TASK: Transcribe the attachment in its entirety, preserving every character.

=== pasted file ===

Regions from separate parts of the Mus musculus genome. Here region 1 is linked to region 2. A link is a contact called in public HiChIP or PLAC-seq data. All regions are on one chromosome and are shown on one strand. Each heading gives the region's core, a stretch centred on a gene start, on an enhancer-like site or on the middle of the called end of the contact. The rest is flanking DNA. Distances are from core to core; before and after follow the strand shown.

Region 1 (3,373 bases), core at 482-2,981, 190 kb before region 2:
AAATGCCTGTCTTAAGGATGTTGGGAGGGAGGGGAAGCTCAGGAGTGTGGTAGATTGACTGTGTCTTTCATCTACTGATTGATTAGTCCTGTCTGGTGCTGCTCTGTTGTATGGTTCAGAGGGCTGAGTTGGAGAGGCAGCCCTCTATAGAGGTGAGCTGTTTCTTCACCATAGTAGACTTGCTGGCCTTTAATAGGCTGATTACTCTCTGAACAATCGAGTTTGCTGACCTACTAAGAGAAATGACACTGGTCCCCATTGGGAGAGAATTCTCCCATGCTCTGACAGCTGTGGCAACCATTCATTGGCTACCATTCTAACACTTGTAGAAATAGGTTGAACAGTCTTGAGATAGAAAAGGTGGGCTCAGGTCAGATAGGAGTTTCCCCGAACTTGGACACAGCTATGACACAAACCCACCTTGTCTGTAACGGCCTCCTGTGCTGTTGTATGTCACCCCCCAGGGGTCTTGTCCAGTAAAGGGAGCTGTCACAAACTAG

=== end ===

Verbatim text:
Regions from separate parts of the Mus musculus genome. Here region 1 is linked to region 2. A link is a contact called in public HiChIP or PLAC-seq data. All regions are on one chromosome and are shown on one strand. Each heading gives the region's core, a stretch centred on a gene start, on an enhancer-like site or on the middle of the called end of the contact. The rest is flanking DNA. Distances are from core to core; before and after follow the strand shown.

Region 1 (3,373 bases), core at 482-2,981, 190 kb before region 2:
AAATGCCTGTCTTAAGGATGTTGGGAGGGAGGGGAAGCTCAGGAGTGTGGTAGATTGACTGTGTCTTTCATCTACTGATTGATTAGTCCTGTCTGGTGCTGCTCTGTTGTATGGTTCAGAGGGCTGAGTTGGAGAGGCAGCCCTCTATAGAGGTGAGCTGTTTCTTCACCATAGTAGACTTGCTGGCCTTTAATAGGCTGATTACTCTCTGAACAATCGAGTTTGCTGACCTACTAAGAGAAATGACACTGGTCCCCATTGGGAGAGAATTCTCCCATGCTCTGACAGCTGTGGCAACCATTCATTGGCTACCATTCTAACACTTGTAGAAATAGGTTGAACAGTCTTGAGATAGAAAAGGTGGGCTCAGGTCAGATAGGAGTTTCCCCGAACTTGGACACAGCTATGACACAAACCCACCTTGTCTGTAACGGCCTCCTGTGCTGTTGTATGTCACCCCCCAGGGGTCTTGTCCAGTAAAGGGAGCTGTCACAAACTAG